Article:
digestion too slow
the accretion of
a system tightly
packed congealing
the live studio
audience horned into
bucket seats if we
survive the day there’s
a shot at the grand prize
invoking memories
forty foot drops
parched bramble my
head too slow
inaccurate my
feeble morning and
dreadful maps
obscuring the timeline
killing the story
I thought I saw you
on TV
baying for blood
couldn’t be sure
doubting your steady
accretion of narrative
it’s unguent
impossible corrections
a steady balm of
too slow morningstarts
hello hello an
empty half I
thought I’d be like weather
seems better more
fitting come back
without you my
mouth is dry my
channels are scrambled
the air is ointment
too heavy with
blossom the grass
too soft to believe
afterwards you’d say
that’s what I call
direct treatment of the thing
swimming in out
too slow morning vision too
dry too

Matt wine tasting (in Source, his deli in Ormskirk. Do visit! See here.)

It wouldn’t be unreasonable to say I owe a great deal of my working practices and the evolution of my poetics to my time at Edge Hill, both on the MA and further as a member of the Poetry and Poetics Research Group. The MA opened my eyes to some of the transformational practices which have become a part of my poetics, and simply spending time with dedicated and talented writers has driven my own writing further than I ever expected it to, and into some unexpected places.  It compelled me to take my own work seriously (not a lesson to be underestimated) and quietly nudged me in the direction of a little more intellectual rigour than I might otherwise have employed.
It gave me a permission to continue, and obligated me to take risks. It let me celebrate the mundane and then told me sternly to try harder, it tried hard not to roll its eyes when I got a bit too smug, and was always compassionate, warm and thoughtful. It also still owes me a fiver, but that’s another story.

Matt reading at the Walker Gallery, the Year of Culture
Two Books

Delete Recover Delete

Other web works

Some work in Stride


Recently updated details of the MA in Creative Writing at Edge Hill may be accessed here.

Matt reading at the Tate Liverpool

Saturday, March 14, 2015

Crowdfunding Yesterday's Music Today: an anthology of Music Poems from Knives Forks and Spoons

KFS are crowdfunding an anthology of music poems.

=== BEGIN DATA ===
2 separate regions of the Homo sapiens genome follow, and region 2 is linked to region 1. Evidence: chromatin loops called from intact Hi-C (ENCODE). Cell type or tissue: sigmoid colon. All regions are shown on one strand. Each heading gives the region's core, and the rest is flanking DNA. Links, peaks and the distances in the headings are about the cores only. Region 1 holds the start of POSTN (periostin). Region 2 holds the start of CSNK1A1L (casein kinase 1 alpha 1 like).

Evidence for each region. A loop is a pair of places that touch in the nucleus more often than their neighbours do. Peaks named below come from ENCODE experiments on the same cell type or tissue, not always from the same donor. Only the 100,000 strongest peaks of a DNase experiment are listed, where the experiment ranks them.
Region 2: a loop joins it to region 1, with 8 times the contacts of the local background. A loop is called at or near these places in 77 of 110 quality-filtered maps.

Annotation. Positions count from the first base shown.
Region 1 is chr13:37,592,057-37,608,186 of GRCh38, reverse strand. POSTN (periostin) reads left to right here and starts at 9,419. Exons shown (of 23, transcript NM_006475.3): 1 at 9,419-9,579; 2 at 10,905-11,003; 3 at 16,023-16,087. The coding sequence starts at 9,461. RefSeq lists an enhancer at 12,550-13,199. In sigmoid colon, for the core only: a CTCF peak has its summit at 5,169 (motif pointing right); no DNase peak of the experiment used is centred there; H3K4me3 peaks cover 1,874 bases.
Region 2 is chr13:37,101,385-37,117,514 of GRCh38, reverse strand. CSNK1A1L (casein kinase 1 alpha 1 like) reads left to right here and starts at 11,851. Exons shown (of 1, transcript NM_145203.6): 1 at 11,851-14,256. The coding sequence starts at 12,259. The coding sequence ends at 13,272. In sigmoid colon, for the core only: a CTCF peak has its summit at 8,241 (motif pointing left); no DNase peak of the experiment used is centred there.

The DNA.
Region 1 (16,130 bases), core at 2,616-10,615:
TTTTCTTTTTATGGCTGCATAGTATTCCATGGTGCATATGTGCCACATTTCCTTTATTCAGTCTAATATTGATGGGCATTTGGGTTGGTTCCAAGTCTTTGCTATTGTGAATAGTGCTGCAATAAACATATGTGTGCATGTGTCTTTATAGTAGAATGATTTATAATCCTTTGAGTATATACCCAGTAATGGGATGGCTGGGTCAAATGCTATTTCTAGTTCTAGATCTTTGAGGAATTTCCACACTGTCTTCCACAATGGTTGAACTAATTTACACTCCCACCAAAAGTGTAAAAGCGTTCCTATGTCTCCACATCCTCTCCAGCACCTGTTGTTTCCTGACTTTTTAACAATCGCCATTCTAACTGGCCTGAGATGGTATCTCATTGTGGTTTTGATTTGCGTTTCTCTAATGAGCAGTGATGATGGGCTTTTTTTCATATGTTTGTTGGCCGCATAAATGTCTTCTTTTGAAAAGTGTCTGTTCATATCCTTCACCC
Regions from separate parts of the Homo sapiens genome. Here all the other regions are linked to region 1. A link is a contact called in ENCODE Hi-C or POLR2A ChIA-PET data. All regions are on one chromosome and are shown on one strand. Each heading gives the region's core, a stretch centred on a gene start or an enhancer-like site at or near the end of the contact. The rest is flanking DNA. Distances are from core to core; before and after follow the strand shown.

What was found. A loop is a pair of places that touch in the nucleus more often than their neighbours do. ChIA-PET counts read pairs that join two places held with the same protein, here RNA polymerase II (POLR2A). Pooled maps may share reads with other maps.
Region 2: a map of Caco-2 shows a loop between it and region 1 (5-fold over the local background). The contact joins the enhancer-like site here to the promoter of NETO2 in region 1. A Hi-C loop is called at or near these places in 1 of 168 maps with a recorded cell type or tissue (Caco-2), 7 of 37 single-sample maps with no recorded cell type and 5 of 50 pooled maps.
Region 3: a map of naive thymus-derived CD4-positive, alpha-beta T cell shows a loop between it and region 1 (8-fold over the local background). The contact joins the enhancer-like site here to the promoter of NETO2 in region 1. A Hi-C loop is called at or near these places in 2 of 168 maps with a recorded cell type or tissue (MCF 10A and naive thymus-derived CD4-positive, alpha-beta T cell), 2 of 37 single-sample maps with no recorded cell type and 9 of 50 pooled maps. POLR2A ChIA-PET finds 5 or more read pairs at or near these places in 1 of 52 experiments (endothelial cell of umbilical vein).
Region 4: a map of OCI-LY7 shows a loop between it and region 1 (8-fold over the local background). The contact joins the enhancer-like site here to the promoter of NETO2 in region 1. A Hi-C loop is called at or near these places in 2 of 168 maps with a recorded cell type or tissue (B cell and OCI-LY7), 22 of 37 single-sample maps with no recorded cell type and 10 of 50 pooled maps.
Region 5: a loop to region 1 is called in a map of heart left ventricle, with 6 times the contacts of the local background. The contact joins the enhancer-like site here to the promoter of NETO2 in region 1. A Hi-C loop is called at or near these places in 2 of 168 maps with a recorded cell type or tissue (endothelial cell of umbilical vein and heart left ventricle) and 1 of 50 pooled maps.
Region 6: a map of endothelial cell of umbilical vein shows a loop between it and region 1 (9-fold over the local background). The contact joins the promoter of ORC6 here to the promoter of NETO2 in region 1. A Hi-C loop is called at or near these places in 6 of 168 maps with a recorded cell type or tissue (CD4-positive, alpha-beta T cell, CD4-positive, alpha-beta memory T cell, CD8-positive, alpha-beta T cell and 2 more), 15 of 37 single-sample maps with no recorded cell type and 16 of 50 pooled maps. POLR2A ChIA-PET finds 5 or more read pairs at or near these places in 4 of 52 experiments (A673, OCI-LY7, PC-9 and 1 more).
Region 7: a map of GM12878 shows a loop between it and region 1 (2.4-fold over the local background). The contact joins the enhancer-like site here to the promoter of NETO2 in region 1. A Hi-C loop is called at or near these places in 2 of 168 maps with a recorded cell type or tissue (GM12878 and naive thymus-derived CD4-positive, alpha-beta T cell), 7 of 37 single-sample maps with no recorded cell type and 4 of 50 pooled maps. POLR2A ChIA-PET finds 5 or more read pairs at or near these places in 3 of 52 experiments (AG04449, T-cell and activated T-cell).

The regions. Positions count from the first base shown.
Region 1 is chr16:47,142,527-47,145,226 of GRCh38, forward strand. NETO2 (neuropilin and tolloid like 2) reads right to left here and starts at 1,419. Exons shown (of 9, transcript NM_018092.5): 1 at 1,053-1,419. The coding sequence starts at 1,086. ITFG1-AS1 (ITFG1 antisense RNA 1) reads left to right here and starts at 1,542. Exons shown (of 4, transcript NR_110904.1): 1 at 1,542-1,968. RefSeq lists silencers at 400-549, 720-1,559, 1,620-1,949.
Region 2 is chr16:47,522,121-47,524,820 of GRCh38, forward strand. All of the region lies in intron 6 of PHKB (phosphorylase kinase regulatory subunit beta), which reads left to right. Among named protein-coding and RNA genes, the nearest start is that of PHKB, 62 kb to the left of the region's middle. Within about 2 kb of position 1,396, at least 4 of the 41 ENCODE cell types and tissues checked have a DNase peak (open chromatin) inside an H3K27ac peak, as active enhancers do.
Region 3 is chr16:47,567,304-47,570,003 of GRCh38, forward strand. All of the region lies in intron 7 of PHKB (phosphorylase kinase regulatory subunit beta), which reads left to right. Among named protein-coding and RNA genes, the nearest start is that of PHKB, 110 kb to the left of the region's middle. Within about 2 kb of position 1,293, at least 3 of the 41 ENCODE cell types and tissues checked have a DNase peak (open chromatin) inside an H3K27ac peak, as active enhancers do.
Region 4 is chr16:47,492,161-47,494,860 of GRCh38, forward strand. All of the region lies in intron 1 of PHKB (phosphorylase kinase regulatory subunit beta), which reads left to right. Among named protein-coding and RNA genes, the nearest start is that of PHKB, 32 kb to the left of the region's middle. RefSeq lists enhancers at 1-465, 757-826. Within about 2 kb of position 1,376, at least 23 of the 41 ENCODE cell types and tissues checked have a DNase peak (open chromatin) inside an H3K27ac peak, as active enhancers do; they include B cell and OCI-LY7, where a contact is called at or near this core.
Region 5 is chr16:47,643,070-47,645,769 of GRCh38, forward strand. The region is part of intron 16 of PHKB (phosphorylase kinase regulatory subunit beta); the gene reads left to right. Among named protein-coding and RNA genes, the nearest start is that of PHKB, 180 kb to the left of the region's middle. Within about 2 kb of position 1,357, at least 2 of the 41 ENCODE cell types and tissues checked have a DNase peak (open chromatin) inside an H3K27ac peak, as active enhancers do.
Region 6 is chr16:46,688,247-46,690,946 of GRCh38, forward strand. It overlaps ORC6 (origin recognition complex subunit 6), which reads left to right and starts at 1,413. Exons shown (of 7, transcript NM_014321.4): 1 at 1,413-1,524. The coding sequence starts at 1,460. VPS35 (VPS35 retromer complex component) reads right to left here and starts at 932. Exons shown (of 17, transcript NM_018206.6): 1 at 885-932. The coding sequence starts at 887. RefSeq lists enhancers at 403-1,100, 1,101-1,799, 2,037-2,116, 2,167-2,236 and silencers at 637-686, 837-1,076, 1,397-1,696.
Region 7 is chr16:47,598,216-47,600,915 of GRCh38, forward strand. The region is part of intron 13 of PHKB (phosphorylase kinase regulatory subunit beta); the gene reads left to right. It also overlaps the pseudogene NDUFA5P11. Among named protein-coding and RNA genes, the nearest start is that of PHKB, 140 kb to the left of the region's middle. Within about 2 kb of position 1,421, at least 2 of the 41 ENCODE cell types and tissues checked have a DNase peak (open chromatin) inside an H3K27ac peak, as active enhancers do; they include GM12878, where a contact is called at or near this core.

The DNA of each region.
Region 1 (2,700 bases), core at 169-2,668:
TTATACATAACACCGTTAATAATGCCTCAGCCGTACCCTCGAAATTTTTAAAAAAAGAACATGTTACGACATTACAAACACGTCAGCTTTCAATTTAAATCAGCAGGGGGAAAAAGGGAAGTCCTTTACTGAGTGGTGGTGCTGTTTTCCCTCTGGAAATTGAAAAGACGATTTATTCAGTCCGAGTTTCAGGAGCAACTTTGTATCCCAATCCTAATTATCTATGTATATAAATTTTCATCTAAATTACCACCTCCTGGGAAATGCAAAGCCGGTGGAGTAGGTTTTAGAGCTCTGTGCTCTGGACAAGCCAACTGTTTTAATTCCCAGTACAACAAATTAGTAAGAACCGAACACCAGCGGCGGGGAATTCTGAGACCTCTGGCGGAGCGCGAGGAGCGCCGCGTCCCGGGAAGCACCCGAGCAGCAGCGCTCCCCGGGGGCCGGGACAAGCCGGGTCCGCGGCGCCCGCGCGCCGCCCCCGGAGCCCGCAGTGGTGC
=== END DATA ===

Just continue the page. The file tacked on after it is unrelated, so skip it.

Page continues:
Details of the book and the 'Crowdfunding' process here.

Your support is welcomed between now and the end of the month!
Editors Mike Ferguson and Rupert Loydell write:
This anthology came out a shared enthusiasm for and addiction to music, along with a certain middle-aged nostalgia which emerged as the result of failing to be moved by so much of the music we have greedily devoured over the last few years, and thankfully being intenseley moved by some. Music can excite, delight, goad, amuse or bore the listener – it also has the capacity to lodge itself in your brain and be heard in the imagination at the strangest times.

This anthology is about that, about spiralling back into memories, about yesterday’s music today: music that has lodged itself in these poets’ hearts and souls, and which never fails to move them when recalled or listened to anew.

It has to be said, we didn’t get the work we expected when we sent out our call for submission. Whilst we share a taste for 70s rock and have differing individual tastes that lean more towards blues and west coast rock or free jazz and post-punk respectively, our contributors here are moved by different things. Squat bands, contemporary and romantic classical composers, singer songwriters, improvisers, glitch artistes and trad jazzers all get a mention here in this fascinating and engaging cornucopia which we hope will surprise you as much as it surprised us as the work arrived.

The poets anthologised are:

Roselle Angwin,

Susan Birchenough,

Elizabeth Burns,

M.C. Caseley,

Mike Ferguson,

David Hart

Paul Hawkins,

Sarah James,

Norman Jope,

Jimmy Juniper,

David Kennedy,

John Lees,

Rupert M. Loydell,

Stephen C. Middleton,

Ester Muchawsky-Schnapper,

Sheila E. Murphy,

Mario Petrucci,

Jay Ramsay,

Robert Sheppard,

and Angela Topping.

My poems are:

Round Midnight: Stan Tracey: tribute to Thelonious Monk (newly re-discovered for History or Sleep, indeed to open that volume; read it here)

Improvisation Upon a Remark of Gil Evans for Miles Davis (1926-1991) from Twentieth Century Blues

Angel at the Junk Box im Frank Sinatra (also from TCB)

The Hippest Man to Walk the Planet (London Road Odeon 1964) about Ray Charles;

and the unpublished

Spectres of Breath (in honour of Philip Jeck, famous 'turntable wrangler' (who we saw last night at the launch of Angie Clarke's exhibition, and had a drink with in Pi after). New album out soon, we heard.

Wednesday, March 11, 2015

25 Edge Hill Poets; Carol Fenlon

Big Bill
Troublin’ Mind  ( Big Bill Broonzy)

Musical bruises punch your brain suck your gut in the hollows of your heart

valves clock counterpoint between a thumb and a hurt. Your liver plucks

music for fools to die to with the sound of the river running through dark

with tiny hopes and sailing dreams sad promises of someday sunshine and dim